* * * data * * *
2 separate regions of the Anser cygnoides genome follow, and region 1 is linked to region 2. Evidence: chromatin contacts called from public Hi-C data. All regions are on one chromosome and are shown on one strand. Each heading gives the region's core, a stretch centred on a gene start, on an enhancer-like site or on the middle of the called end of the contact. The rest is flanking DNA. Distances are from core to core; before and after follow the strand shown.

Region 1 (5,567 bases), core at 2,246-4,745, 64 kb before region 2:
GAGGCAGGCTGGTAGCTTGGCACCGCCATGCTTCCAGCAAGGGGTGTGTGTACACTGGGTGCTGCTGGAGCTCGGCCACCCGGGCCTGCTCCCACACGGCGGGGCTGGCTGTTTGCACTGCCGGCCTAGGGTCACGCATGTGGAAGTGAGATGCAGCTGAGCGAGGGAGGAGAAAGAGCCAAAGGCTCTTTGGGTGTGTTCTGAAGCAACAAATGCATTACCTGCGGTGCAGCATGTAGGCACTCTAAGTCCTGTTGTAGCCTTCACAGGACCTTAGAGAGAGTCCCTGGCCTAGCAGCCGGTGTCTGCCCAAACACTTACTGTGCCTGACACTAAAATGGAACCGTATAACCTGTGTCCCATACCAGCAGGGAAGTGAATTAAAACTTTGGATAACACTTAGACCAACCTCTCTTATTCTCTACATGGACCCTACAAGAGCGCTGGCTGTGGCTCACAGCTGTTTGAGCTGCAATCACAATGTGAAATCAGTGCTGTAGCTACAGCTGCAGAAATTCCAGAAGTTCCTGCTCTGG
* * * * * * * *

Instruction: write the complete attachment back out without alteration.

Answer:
2 separate regions of the Anser cygnoides genome follow, and region 1 is linked to region 2. Evidence: chromatin contacts called from public Hi-C data. All regions are on one chromosome and are shown on one strand. Each heading gives the region's core, a stretch centred on a gene start, on an enhancer-like site or on the middle of the called end of the contact. The rest is flanking DNA. Distances are from core to core; before and after follow the strand shown.

Region 1 (5,567 bases), core at 2,246-4,745, 64 kb before region 2:
GAGGCAGGCTGGTAGCTTGGCACCGCCATGCTTCCAGCAAGGGGTGTGTGTACACTGGGTGCTGCTGGAGCTCGGCCACCCGGGCCTGCTCCCACACGGCGGGGCTGGCTGTTTGCACTGCCGGCCTAGGGTCACGCATGTGGAAGTGAGATGCAGCTGAGCGAGGGAGGAGAAAGAGCCAAAGGCTCTTTGGGTGTGTTCTGAAGCAACAAATGCATTACCTGCGGTGCAGCATGTAGGCACTCTAAGTCCTGTTGTAGCCTTCACAGGACCTTAGAGAGAGTCCCTGGCCTAGCAGCCGGTGTCTGCCCAAACACTTACTGTGCCTGACACTAAAATGGAACCGTATAACCTGTGTCCCATACCAGCAGGGAAGTGAATTAAAACTTTGGATAACACTTAGACCAACCTCTCTTATTCTCTACATGGACCCTACAAGAGCGCTGGCTGTGGCTCACAGCTGTTTGAGCTGCAATCACAATGTGAAATCAGTGCTGTAGCTACAGCTGCAGAAATTCCAGAAGTTCCTGCTCTGG